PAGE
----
Monday, October 22, 2018
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AREND UAV to be flight tested in 2018

The AREND UAV.A team of university students is preparing to begin flight tests early next year of their AREND unmanned aerial vehicle (UAV), which will be used to prevent rhino poaching in the Kruger National Park.

AREND (Aircraft for Rhino and ENvironmental Defence) is being developed by a team made up of students from the University of Colorado (in charge of the payload, electric propulsion system and communications system), University of Pretoria (fuselage, camera gimbal, landing and launch systems, integration), the University of Stuttgart in Germany (wings, empennage), and the Helsinki Metropolia University of Applied Sciences (ground network).

Dr Lelanie Smith, a Lecturer at the University of Pretoria, told delegates at the 2017 Association of Old Crows electronic warfare conference on 8 November that the project began in early 2014. The aircraft was designed from scratch and has a maximum takeoff weight of 18 kg, wingspan of 4.2 metres, range of 90 km, search speed of 72 km/h and stall speed of 47 km/h. The aircraft lands on an extendable skid with an emergency parachute system. A custom gimbal in the nose carries a modular payload that can be changed quickly. The AREND team is working on a catapault launch system, which is ready for testing.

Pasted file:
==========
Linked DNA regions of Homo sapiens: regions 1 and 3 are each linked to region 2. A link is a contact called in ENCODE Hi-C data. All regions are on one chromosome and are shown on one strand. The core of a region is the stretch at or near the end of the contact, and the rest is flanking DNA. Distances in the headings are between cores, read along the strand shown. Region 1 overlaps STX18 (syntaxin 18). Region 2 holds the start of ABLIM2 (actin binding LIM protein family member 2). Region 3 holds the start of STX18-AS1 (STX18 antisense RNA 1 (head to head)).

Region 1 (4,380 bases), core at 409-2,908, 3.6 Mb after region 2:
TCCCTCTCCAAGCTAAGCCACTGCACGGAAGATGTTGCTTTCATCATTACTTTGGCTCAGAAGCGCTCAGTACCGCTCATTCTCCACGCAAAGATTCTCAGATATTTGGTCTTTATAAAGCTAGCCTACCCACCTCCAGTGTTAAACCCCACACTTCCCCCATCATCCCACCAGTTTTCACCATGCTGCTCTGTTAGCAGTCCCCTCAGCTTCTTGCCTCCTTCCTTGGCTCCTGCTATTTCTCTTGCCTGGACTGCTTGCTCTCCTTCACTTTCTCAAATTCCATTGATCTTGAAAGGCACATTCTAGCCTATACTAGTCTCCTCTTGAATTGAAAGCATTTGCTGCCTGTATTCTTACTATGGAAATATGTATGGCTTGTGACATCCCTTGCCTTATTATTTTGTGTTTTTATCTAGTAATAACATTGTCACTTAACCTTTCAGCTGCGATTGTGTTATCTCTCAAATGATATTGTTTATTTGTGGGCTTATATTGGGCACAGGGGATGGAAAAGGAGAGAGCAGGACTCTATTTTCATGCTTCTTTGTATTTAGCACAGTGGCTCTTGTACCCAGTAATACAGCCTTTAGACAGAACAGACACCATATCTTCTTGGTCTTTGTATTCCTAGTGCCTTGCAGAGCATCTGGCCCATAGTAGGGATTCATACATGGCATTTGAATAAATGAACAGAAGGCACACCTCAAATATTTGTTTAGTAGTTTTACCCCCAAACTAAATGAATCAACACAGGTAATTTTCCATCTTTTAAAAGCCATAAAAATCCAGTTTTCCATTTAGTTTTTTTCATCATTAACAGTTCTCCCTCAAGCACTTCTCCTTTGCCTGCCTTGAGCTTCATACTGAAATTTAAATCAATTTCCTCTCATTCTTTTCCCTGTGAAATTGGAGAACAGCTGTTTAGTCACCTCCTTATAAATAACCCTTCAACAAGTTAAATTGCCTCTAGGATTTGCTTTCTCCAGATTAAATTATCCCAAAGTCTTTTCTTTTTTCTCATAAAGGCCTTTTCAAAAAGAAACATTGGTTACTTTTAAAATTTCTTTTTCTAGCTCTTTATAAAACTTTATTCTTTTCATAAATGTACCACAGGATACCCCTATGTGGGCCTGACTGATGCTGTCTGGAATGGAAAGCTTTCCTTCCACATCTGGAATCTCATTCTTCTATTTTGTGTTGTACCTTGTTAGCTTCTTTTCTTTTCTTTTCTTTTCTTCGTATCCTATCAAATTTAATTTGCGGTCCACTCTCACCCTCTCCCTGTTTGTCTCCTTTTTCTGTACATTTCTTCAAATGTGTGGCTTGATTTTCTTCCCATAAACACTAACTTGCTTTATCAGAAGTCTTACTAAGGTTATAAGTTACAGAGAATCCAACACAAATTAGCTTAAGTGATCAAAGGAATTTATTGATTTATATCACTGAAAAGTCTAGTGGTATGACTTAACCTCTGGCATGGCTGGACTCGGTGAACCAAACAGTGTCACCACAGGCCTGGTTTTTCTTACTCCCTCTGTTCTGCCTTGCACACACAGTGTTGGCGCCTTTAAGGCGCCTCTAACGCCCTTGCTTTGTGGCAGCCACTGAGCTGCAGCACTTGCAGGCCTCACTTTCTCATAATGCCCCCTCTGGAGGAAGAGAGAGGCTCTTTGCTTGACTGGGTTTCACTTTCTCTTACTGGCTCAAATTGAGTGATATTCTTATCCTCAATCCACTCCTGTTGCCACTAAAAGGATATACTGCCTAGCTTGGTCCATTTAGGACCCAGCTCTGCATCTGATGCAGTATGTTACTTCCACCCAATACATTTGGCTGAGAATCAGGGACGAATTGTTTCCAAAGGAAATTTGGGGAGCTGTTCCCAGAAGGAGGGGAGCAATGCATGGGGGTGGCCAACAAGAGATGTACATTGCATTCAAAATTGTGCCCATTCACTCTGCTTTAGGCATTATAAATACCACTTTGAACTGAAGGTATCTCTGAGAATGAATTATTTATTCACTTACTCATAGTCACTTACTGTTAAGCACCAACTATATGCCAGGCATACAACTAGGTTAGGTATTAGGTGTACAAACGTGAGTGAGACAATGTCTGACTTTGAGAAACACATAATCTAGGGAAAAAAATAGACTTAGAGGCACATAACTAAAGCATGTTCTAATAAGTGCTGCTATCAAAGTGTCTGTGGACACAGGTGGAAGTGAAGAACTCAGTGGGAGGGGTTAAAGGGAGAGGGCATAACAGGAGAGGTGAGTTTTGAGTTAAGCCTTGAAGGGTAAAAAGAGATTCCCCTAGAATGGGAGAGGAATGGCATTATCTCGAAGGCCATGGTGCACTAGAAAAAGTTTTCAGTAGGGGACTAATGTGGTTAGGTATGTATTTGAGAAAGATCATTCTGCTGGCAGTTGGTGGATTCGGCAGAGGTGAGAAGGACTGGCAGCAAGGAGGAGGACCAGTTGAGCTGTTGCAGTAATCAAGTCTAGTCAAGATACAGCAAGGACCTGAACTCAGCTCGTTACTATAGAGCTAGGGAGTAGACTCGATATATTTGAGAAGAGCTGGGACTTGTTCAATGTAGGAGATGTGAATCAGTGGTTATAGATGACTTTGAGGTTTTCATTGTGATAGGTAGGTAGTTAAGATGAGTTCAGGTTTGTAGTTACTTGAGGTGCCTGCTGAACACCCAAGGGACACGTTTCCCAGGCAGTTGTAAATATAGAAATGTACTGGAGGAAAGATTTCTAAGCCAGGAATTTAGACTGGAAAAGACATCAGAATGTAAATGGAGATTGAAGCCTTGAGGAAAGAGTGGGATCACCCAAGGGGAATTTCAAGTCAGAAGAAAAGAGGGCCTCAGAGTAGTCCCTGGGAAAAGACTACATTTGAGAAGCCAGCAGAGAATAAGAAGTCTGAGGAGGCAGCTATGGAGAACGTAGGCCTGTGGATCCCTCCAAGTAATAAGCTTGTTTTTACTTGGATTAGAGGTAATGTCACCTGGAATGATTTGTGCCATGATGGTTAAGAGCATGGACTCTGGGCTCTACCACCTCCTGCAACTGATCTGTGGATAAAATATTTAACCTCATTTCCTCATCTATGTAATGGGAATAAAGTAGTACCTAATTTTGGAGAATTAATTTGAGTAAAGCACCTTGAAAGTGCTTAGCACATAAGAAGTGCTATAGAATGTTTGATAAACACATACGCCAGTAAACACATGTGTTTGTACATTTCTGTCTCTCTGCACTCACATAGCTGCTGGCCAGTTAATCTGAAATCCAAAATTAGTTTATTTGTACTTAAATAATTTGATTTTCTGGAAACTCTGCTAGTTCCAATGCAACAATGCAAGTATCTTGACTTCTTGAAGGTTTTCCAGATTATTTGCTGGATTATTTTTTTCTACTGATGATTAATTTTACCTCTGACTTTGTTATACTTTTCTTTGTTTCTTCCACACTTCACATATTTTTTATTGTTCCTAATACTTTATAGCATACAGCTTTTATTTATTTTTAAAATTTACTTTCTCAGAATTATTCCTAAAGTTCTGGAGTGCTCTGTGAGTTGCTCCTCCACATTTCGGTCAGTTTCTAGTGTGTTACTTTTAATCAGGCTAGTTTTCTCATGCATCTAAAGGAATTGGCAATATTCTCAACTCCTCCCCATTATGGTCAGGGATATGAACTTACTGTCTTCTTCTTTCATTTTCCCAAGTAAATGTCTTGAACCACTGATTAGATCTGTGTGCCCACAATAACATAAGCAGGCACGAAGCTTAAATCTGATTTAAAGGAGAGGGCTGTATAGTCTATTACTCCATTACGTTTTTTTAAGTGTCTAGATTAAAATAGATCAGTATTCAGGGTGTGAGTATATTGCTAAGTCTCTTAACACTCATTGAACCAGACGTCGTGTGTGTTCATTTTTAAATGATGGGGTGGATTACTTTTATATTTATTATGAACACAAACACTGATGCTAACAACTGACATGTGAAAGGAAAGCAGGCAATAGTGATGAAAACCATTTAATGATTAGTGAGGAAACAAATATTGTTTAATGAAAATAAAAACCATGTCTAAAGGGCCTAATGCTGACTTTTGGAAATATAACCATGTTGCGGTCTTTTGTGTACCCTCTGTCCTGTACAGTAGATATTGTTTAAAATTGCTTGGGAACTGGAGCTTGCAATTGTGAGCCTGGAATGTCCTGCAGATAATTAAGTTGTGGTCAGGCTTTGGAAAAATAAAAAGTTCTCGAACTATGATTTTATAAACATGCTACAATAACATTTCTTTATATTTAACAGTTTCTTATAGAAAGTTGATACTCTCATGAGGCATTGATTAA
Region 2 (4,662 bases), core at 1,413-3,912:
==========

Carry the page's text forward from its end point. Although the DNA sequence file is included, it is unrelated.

Smith said that airframe integration and testing is scheduled to take place at the end of November, with landing and launch system testing in early December ahead of the beginning of flight testing in mid-January 2018.

AREND was designed to meet the wildlife poaching challenge and find poachers before they kill within the 20 000 square kilometre area of the Kruger National Park. “We decided to be proactive and prevent poachers from finding rhinos in the Kruger Park,” Smith said, noting that the rhino population has declined 90% in past 40 years. As the Kruger National Park is home to 65% of the world’s rhino population, the AREND team decided to develop a concept of operations (CONOPS) for the Park, with AREND to fly search sectors 30 km across. This approach would also be suitable for smaller reserves.


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